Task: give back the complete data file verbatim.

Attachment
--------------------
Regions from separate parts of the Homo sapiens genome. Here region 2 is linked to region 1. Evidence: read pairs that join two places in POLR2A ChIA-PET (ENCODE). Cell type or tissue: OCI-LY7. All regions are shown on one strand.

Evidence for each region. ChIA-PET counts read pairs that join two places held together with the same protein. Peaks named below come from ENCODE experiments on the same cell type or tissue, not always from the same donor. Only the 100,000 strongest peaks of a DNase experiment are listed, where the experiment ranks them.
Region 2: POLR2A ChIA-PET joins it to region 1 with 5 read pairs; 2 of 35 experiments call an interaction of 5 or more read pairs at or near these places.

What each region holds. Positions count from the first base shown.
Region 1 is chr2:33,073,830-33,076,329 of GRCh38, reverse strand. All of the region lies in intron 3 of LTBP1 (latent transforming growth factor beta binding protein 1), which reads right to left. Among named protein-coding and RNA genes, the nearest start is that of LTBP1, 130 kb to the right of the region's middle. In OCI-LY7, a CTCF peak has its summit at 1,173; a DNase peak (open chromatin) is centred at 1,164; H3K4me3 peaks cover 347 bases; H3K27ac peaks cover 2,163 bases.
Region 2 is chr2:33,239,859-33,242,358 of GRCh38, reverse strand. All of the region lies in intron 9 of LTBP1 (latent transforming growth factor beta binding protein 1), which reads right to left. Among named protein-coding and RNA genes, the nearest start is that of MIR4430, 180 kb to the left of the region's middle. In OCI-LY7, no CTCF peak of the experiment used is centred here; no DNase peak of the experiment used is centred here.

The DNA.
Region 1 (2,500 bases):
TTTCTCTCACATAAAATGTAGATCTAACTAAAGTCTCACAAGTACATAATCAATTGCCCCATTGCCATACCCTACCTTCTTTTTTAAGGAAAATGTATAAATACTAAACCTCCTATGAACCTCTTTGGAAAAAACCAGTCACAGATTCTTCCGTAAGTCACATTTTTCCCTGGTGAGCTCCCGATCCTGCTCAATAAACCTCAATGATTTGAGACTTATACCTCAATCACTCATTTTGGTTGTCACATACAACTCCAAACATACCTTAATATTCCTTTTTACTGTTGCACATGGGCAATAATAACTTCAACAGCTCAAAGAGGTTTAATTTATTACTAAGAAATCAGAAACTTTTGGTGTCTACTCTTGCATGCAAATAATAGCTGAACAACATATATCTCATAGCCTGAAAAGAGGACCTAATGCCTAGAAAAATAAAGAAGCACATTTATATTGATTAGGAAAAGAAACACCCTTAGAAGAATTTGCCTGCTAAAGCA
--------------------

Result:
Regions from separate parts of the Homo sapiens genome. Here region 2 is linked to region 1. Evidence: read pairs that join two places in POLR2A ChIA-PET (ENCODE). Cell type or tissue: OCI-LY7. All regions are shown on one strand.

Evidence for each region. ChIA-PET counts read pairs that join two places held together with the same protein. Peaks named below come from ENCODE experiments on the same cell type or tissue, not always from the same donor. Only the 100,000 strongest peaks of a DNase experiment are listed, where the experiment ranks them.
Region 2: POLR2A ChIA-PET joins it to region 1 with 5 read pairs; 2 of 35 experiments call an interaction of 5 or more read pairs at or near these places.

What each region holds. Positions count from the first base shown.
Region 1 is chr2:33,073,830-33,076,329 of GRCh38, reverse strand. All of the region lies in intron 3 of LTBP1 (latent transforming growth factor beta binding protein 1), which reads right to left. Among named protein-coding and RNA genes, the nearest start is that of LTBP1, 130 kb to the right of the region's middle. In OCI-LY7, a CTCF peak has its summit at 1,173; a DNase peak (open chromatin) is centred at 1,164; H3K4me3 peaks cover 347 bases; H3K27ac peaks cover 2,163 bases.
Region 2 is chr2:33,239,859-33,242,358 of GRCh38, reverse strand. All of the region lies in intron 9 of LTBP1 (latent transforming growth factor beta binding protein 1), which reads right to left. Among named protein-coding and RNA genes, the nearest start is that of MIR4430, 180 kb to the left of the region's middle. In OCI-LY7, no CTCF peak of the experiment used is centred here; no DNase peak of the experiment used is centred here.

The DNA.
Region 1 (2,500 bases):
TTTCTCTCACATAAAATGTAGATCTAACTAAAGTCTCACAAGTACATAATCAATTGCCCCATTGCCATACCCTACCTTCTTTTTTAAGGAAAATGTATAAATACTAAACCTCCTATGAACCTCTTTGGAAAAAACCAGTCACAGATTCTTCCGTAAGTCACATTTTTCCCTGGTGAGCTCCCGATCCTGCTCAATAAACCTCAATGATTTGAGACTTATACCTCAATCACTCATTTTGGTTGTCACATACAACTCCAAACATACCTTAATATTCCTTTTTACTGTTGCACATGGGCAATAATAACTTCAACAGCTCAAAGAGGTTTAATTTATTACTAAGAAATCAGAAACTTTTGGTGTCTACTCTTGCATGCAAATAATAGCTGAACAACATATATCTCATAGCCTGAAAAGAGGACCTAATGCCTAGAAAAATAAAGAAGCACATTTATATTGATTAGGAAAAGAAACACCCTTAGAAGAATTTGCCTGCTAAAGCA